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[001] the record, that we may know whether the jurors judged falsely, that a jury of
[002] twenty-four may then come to convict. If they spoke ambiguously or obscurely,
[003] that the same assise may come to certify, because of the fault of the jurors.1 If the
[004] complaint arises after conviction on the oath of the twenty-four jurors, either that
[005] they judged wrongly or were suspect for some certain reason and not removed, or
[006] were insufficiently examined, after the manner of a certification, since no conviction
[007] lies, they are to be called again to certify, that the matter be recalled to its proper
[008] state, as was touched upon a little above, by this writ in the form described above.

Of summoning the twenty-four to certify, as in assises generally.

[010] ‘We order you to inquire diligently into who were the recognitors of the jury of
[011] twenty-four to convict twelve which was recently summoned and taken before such
[012] justices with respect to [such] a tenement (or ‘[so much] land with the appurtenances’)
[013] in such a vill, and to have them before us, or such persons our justices, to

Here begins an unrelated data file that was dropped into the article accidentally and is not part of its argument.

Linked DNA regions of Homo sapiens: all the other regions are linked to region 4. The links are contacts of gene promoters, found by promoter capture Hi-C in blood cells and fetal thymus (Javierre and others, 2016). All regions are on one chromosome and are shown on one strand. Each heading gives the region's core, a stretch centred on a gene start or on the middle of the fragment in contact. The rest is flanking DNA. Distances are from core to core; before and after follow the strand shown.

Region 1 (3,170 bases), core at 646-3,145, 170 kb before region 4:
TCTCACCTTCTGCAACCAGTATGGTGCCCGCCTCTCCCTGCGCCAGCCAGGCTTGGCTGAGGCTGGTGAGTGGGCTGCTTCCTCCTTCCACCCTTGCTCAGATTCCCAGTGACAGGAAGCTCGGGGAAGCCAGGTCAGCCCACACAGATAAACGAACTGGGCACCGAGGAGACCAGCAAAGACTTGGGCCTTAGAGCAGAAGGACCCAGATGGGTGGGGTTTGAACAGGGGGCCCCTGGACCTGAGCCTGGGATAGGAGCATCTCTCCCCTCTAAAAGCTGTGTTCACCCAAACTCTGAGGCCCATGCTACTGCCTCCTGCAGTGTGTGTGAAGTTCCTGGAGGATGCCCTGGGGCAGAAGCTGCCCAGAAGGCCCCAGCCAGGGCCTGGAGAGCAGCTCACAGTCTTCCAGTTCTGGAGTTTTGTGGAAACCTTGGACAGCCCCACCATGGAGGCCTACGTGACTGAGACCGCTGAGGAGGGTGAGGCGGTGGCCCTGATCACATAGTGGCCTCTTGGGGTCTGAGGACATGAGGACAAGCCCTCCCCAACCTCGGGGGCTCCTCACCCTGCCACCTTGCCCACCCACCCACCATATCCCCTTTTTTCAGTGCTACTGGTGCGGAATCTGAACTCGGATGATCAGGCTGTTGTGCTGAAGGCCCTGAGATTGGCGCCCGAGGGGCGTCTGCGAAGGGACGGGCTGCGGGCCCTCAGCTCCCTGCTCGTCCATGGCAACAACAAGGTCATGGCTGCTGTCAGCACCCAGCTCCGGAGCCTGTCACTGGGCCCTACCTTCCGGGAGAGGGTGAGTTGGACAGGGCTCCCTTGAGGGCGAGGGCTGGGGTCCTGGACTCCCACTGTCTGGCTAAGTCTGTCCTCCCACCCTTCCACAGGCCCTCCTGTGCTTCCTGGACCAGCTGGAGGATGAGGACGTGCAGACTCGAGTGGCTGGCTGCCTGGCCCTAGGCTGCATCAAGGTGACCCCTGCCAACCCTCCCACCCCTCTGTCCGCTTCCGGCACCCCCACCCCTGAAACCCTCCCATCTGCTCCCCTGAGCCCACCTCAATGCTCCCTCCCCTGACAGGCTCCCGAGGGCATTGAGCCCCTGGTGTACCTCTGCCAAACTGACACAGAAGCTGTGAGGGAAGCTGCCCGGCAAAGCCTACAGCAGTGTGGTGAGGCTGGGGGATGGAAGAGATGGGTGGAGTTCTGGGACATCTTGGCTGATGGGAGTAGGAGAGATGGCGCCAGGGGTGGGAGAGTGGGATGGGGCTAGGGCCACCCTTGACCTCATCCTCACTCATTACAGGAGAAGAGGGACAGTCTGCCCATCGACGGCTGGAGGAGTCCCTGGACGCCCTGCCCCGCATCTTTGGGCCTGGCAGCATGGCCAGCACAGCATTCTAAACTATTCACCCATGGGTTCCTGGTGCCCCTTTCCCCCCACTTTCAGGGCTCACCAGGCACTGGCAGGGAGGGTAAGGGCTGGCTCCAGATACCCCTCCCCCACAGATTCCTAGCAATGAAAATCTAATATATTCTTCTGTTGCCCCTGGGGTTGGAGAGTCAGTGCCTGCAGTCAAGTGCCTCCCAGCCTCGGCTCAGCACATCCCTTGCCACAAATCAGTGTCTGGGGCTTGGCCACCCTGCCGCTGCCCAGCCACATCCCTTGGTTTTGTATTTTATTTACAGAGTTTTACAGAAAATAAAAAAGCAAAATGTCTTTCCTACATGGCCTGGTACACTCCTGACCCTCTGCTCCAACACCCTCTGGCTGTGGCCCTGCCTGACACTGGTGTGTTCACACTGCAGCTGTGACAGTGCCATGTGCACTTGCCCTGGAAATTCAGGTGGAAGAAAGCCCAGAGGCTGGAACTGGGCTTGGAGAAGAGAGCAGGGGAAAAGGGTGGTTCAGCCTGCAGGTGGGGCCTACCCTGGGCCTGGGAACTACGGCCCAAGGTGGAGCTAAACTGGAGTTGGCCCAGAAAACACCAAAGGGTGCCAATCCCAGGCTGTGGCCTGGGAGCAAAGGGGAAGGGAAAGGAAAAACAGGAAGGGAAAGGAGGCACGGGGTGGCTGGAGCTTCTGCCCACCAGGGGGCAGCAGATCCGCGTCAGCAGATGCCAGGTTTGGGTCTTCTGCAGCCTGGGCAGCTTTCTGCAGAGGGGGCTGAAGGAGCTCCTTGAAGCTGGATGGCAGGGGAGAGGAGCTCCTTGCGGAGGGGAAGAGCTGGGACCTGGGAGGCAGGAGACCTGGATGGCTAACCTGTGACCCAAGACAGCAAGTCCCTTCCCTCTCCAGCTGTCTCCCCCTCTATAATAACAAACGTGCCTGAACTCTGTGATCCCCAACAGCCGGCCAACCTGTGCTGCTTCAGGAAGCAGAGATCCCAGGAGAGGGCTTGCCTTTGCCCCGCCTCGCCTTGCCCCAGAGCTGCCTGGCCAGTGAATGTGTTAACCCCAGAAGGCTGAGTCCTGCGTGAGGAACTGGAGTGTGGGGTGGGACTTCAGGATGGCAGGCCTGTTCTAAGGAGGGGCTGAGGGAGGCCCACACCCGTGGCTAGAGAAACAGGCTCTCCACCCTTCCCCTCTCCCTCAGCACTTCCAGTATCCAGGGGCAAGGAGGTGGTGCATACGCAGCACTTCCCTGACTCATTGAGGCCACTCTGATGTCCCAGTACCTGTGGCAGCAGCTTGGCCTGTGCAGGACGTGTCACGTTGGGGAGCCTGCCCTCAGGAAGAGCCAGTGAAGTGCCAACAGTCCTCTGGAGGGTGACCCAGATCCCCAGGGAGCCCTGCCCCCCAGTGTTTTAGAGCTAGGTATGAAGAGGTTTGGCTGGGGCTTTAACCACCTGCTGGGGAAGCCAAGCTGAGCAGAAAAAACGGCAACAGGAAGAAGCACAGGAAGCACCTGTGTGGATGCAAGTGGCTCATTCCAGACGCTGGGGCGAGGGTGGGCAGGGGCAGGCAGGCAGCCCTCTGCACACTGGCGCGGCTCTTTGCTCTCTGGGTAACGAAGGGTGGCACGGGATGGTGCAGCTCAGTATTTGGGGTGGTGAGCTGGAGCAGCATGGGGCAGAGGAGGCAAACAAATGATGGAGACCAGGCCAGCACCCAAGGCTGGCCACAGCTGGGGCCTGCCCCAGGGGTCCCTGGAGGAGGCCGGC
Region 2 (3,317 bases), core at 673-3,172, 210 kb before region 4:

[014] certify our aforesaid justices as to the oath they took and as to certain clauses
[015] touching that conviction, as to which such a one complains that the aforesaid
[016] twenty-four jurors, in large part, for certain reasons, suspect, were not removed.
[017] (Or thus: ‘as to which such a one says that the aforesaid twenty-four were insufficiently
[018] examined.’ He may also put forward several sufficient reasons by which the
[019] verdicts of the jurors may be corrected.) And in the meantime inquire diligently
[020] into who the recognitors of that assise were etc. (as above).’

Writ2 newly formulated if after a conviction arraigned one of the parties between whom the assise was taken dies.

[022] It often happens that after the taking of an assise, when a jury of twenty-four to
[023] convict twelve has been arraigned, that before the jury has been taken one of the
[024] parties dies. It would be hard for the plaintiff if the conviction should remain on that
[025] account. Hence by counsel it is established that when there is nothing which ought
[026] to be imputed to the plaintiff because of negligence, or for any other reason,3 he may
[027] be provided for by this writ.

Form of writ.

[029] The king to the sheriff, greeting. If A. (or ‘D. of N., the son and heir of the said A.’)4
[030] has made you secure as to his claim etc. then summon by good summoners twenty-four
[031] lawful knights of your5 county from such a neighborhood to be before our
[032] justices etc. prepared to recognize under oath whether B. the father (or ‘mother,’
[033] or other ancestor) of C,


1. Sentence following transposed supra 349, n. 3

2. ‘Breve’; formulated shortly after 1225

3. Supra 158, 160-61, 174; not yet decided in 1225: B.N.B., no. 1046

4. ‘vel D. de . . . ipsius A,’ from 351, lines 1-2

5. ‘tuo,’ all MSS

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